The Boqueria market is the ultimate tourist magnet. Years ago, it was a travelling market, placed in the Ramblas of Barcelona. La Rambla acquired growing importance as a pedestrian lane, and the market was set in the best place to attract large numbers of passers-by and local inhabitants.
In Catalonia, towns and cities have been founded around markets and the same rings true for La Boqueria. It originated as an open-air market, in front of one of the gates of the old city wall (Pla de la Boqueria) where fruit and vegetable traders from local towns and farms near by would sell their products. The spaces inside the city at that time were too small to establish a big market of the current Boqueria kind and it was necessary to set them outside the walls.
Now the market has a cookery school too, where classroom courses combine theory and practice. Chefs and sommeliers act as teachers and talk about the variety and origin of products, cooking techniques, preparation of conservation, adding simple or sophisticated menus, culinary tradition and innovation. You could easily spend a day here.
Next is a visit to that most photographed monument of Barcelona — the Sagrada Familia. Teeming with tourists from all over the world, one cannot help but marvel at this structure with its tall towering spires with grooves. Architect Francisco de Paula del Villar began work on the church in 1882, and at the end of 1883, Gaudi was commissioned to carry on the work. Ever since then, the church has been built from donations and construction work is ongoing. Once finished, it will have 18 towers. Of course, if you want to have a closer look at the insides, you have to contribute to the construction — 20 euros.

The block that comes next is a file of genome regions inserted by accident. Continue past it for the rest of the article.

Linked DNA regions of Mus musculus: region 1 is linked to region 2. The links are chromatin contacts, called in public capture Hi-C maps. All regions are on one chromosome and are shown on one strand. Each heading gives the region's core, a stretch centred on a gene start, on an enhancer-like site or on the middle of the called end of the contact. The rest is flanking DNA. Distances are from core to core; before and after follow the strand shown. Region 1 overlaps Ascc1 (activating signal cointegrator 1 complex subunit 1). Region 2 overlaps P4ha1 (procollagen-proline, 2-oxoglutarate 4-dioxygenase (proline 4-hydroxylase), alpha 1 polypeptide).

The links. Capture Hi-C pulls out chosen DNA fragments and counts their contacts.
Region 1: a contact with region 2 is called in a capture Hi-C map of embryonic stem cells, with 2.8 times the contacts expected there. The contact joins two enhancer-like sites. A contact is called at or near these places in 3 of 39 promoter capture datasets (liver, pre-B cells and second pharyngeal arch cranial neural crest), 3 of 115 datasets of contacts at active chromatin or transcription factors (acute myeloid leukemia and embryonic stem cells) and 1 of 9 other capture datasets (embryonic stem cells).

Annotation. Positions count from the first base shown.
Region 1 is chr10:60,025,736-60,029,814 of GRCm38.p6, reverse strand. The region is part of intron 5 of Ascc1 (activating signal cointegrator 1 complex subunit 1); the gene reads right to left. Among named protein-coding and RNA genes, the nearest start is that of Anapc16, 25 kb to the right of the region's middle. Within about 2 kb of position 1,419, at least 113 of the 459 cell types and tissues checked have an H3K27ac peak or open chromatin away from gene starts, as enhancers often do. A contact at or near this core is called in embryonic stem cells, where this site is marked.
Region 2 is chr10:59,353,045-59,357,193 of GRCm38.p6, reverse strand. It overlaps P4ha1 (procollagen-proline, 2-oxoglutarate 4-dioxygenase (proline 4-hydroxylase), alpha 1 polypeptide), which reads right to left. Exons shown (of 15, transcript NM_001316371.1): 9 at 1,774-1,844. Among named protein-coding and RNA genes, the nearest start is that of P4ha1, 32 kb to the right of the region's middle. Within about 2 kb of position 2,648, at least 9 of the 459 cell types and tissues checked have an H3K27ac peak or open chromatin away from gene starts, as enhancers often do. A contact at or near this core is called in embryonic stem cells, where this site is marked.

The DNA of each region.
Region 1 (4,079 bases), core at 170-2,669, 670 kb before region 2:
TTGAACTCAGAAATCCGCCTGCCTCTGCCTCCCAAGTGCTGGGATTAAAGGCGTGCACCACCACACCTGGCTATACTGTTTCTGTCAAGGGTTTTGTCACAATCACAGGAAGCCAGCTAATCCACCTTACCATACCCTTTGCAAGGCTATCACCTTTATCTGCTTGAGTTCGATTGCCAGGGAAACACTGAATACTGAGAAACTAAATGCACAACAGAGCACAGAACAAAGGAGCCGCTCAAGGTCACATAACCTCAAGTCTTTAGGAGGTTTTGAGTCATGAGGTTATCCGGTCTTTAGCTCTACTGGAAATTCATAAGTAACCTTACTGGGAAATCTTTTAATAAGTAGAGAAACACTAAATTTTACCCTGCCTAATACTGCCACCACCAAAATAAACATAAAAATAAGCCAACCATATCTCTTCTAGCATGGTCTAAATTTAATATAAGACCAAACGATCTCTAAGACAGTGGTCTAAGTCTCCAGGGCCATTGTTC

At this time of the year, the streets outside Sagrada Familia — and for that matter in many parts of Barcelona — are flanked by stalls selling Christmas goodies. Figurines of the holy family, wreaths in mistletoe and holly, chocolate balls, glass artefacts, Christmas decorations and the festive cheer is in the air.
After the whirlwind first day, the second day is easy-paced, with a trip to the other part of the city, which houses the Olympic village, the Spanish city and the FC Barcelona stadium. Even for a football novice like me, the sheer atmosphere of the stadium precincts is impressive and the excitement of the fans buying merchandise from the official store infectious.
On the last day, I decide to shop and take the express bus to La Roca village. A great road, superb landscapes along the coast and within 45 minutes, I am in La Roca. Europe is decked up for Christmas and there are live bands, entertainers and food kiosks. You could indulge in a 15 euro meal of tapas and paella, a 5 euro Starbucks coffee and priceless session of Christmas shopping. Clearly, there is something for everyone in Spain.
Getting there: Turkish Airlines offers the best connections to Barcelona, for fares starting at R38,000. Their lounge at Istanbul is the ultimate indulgent experience by itself
Where To stay: You could stay at the four-star Four Points in the modern district of Barcelona, or rent a spacious apartment at Hispanos 7 Suiza that’s a stone’s throw away from Sagrada Familia, pick your supplies from the supermarket and make your own Spanish meals in the kitchenette
What to buy: Pick up the souvenirs from La Rambla, the foods and flavours from La Boqueria market and then save the rest of the Euros for the super discounted label shopping at La Roca Outlet Village